Air Compressors

What kind of air compressor is required for building an RV? Somewhere Van's recommend a 75 psi 4-5 cfm (cubic feet per minute) compressor with a small tank.In this country it is difficult to get anything below 115 psi.The key here is the number of cfm that are produced and at what pressure. Most air tools work at 90 psi, so that is the minimum pressure compressor should deliver and is the pressure that the cfm rating should be given. Letís take Vanís 4cfm (but at 90 psi) as a minimum. More than 10 or 11 cfm is probably overkill for homebuilding. The other issues are tank size and max pressure. If you buy a large tank (say more than 50 litres) and a high pressure (say 150 psi or more), your tank can sustain your 90psi working pressure for some time. You have increased the short term effective cfm rating of the compressor. The compressor doesnít have to run all the time, is less noisy, and can be of a lower rating.

Horsepower ratings can be misleading Ė cfm at 90psi is a better measure. Tank size is often not critical, but more is usually better Ė 25 litres is probably a minimum. Maximum pressure is also not critical, 115psi is probably the minimum, and again more is usually better. Take a look at your most thirsty air tool, usually your drill.A good quality high speed drill can consume up to 14 cfm when running continuously.A 9-10 cfm compressor with 50-100 litre tank will be able to keep such a drill going at top speed during an intense period of hole drilling.It is rather frustrating to have to stop work every few minutes to wait for your compressor to catch up. If you plan on painting your aeroplane yourself then your spray gun may be the limiting factor Ė your finish quality will be compromised if you have to stop spraying and wait for the compressor.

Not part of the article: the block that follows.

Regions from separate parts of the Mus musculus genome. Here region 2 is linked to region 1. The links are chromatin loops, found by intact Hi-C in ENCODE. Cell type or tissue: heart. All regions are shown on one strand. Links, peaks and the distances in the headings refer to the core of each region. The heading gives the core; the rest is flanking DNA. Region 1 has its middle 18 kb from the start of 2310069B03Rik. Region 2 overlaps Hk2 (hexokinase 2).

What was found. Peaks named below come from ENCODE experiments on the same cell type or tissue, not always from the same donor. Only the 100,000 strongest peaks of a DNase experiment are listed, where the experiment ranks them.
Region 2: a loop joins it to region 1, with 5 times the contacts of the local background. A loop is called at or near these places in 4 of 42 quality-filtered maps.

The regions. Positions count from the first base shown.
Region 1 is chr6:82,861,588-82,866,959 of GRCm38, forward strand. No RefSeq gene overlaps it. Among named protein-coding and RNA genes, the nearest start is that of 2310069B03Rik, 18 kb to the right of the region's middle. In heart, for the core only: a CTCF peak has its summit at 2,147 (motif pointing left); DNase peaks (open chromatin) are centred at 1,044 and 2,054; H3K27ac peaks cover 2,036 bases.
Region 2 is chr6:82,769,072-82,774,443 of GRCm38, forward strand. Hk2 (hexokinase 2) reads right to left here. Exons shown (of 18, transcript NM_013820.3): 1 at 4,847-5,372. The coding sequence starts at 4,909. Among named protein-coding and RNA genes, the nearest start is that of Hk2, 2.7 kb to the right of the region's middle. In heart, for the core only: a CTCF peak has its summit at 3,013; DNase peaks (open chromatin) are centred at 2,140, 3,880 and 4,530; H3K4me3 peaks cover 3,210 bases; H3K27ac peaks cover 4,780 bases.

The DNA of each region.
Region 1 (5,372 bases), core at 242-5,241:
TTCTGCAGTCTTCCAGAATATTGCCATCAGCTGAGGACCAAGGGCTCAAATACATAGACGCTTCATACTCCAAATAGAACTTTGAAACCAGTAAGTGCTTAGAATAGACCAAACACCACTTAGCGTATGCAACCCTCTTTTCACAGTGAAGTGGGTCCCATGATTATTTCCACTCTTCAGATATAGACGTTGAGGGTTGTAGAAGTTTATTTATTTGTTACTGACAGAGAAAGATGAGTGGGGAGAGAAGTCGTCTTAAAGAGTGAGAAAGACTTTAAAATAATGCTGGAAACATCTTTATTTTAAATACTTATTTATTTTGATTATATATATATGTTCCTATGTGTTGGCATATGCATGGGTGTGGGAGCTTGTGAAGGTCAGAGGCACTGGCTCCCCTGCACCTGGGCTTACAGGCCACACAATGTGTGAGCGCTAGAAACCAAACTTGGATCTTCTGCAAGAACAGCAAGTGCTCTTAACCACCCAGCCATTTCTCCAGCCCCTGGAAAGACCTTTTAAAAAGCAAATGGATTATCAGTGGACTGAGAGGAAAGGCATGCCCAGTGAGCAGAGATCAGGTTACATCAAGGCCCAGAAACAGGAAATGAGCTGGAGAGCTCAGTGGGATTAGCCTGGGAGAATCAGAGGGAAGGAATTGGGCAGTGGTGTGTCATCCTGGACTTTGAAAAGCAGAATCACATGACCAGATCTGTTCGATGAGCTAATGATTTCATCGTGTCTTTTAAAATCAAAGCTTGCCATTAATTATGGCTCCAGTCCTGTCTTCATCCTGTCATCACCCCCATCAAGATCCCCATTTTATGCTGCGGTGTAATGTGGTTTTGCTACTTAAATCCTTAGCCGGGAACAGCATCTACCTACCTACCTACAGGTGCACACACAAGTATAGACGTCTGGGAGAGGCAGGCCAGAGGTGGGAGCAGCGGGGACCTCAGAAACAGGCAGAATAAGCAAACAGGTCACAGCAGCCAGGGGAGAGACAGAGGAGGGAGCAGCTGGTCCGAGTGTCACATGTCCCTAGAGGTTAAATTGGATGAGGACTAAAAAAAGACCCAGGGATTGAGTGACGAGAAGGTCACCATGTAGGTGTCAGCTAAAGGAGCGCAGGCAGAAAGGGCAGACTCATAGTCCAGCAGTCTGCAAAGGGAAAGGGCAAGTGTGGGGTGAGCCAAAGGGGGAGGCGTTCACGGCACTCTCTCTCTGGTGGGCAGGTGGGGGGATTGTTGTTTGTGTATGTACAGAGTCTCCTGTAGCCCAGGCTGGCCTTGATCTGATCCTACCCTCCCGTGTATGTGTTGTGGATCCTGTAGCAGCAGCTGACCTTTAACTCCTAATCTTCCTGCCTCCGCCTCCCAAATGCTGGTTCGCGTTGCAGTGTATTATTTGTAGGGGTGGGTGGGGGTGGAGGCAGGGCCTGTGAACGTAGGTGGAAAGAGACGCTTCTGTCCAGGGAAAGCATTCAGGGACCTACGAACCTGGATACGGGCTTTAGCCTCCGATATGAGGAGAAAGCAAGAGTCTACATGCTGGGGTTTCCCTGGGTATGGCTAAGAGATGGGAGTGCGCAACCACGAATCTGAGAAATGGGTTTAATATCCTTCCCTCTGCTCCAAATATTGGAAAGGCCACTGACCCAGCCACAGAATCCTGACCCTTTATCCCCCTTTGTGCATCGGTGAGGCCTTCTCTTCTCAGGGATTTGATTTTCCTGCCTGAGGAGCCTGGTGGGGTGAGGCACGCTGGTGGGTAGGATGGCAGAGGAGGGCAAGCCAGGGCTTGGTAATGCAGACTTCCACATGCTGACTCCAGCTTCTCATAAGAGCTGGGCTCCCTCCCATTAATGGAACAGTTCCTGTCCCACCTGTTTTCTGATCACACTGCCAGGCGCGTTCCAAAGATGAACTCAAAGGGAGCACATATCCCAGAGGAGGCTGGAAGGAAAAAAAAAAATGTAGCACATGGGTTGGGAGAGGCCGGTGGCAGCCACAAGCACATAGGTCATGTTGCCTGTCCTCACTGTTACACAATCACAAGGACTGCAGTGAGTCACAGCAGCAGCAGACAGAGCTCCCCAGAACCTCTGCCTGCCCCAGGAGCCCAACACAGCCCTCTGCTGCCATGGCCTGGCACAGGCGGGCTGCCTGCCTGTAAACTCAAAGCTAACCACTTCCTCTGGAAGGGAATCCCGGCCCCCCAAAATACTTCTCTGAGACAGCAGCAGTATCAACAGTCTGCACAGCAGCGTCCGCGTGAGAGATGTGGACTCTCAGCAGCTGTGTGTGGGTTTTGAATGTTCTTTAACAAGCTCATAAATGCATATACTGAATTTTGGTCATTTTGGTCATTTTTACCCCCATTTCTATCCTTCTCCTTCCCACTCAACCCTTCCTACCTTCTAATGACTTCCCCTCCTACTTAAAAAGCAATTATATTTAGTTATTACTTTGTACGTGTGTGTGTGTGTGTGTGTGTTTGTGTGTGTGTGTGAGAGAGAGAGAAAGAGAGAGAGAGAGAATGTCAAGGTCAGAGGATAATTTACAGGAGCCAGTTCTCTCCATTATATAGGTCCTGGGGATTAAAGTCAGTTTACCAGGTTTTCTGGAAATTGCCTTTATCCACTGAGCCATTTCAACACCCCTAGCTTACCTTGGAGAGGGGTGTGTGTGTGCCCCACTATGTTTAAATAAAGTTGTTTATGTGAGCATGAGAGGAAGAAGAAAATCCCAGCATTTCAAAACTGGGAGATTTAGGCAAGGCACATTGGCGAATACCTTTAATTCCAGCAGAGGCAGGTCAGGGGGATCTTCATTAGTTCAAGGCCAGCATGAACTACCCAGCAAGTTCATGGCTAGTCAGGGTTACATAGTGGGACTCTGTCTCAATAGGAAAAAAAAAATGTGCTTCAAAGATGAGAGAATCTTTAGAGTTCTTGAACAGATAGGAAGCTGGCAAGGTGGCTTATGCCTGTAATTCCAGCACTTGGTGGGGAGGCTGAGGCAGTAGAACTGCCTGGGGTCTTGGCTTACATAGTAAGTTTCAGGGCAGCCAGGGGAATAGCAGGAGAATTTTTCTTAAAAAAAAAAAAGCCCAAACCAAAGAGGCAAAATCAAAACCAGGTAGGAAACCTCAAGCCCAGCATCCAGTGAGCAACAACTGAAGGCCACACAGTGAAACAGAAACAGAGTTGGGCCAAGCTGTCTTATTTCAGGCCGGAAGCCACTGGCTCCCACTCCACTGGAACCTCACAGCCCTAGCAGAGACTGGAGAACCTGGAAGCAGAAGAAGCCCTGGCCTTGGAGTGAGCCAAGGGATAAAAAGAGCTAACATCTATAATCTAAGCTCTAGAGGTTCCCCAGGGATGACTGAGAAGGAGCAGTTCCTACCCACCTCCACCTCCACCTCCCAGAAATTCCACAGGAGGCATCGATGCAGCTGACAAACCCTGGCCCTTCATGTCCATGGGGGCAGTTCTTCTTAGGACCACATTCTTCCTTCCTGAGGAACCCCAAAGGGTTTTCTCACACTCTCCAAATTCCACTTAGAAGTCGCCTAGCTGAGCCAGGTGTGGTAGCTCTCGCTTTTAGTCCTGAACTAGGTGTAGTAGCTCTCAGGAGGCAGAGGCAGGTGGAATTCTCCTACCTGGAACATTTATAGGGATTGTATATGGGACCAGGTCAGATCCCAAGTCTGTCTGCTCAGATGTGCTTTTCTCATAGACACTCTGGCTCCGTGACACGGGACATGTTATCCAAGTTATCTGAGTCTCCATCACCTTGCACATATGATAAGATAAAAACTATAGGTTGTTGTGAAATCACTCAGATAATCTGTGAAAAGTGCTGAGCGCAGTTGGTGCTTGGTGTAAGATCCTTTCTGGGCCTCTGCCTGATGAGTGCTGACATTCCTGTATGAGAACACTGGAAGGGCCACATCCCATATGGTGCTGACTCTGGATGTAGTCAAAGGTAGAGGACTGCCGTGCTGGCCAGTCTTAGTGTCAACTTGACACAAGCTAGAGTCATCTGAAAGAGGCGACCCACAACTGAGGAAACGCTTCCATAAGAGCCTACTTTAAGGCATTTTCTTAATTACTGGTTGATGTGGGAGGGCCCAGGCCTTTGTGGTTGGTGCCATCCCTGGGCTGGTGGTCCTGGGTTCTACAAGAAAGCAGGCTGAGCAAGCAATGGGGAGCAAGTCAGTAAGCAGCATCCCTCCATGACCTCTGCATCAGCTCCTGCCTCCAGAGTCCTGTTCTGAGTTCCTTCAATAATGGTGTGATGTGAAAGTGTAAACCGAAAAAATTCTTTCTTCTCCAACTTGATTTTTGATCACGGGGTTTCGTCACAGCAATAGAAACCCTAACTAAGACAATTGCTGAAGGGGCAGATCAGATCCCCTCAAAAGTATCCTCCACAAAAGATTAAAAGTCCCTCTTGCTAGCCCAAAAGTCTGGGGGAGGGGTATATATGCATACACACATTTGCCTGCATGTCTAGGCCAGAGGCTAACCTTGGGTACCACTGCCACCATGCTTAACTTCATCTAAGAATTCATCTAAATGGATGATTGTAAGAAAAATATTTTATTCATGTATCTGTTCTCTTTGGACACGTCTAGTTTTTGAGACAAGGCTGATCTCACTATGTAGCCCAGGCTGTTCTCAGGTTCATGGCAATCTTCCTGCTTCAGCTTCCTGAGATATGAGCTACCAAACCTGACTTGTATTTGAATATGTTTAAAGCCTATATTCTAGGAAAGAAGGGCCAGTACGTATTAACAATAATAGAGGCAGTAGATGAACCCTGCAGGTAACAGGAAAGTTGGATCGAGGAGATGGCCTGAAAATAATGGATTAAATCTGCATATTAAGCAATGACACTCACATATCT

The other factor to consider is the noise the compressor makes. Direct drive (or oil less) compressors run much more quickly, and are much noisier than, belt drive examples - but they are cheaper. Most people have to put their compressor in their workshop, you might think you can with stand the din, but direct drive compressors are very noisy and it will become very wearing at the end of a dayís drilling. The final factor is vertical or horizontal. If you have the space to hide away a horizontal version then that is perhaps better, a vertical takes up less floor space.

 

So what kind of compressor would I buy? Since I have had an air compressor I have found it very useful; I also now buy pneumatic tools when I can as they are generally much lighter than electric versions. I would suggest 2 types:

 

 

If you think you will use air tools after building your aeroplane I would go for a belt driven example such as the horizontal tank version opposite or the (more expensive) vertical tank version below that takes up less workshop space. If you donít expect much use after your project I would probably settle for a direct drive version (although I would construct a sound proofing enclose around it, with ventilation), such as the below right. I canít tell if it meets the cfm rating above, but itís probably the minimum you could get away with at 2hp.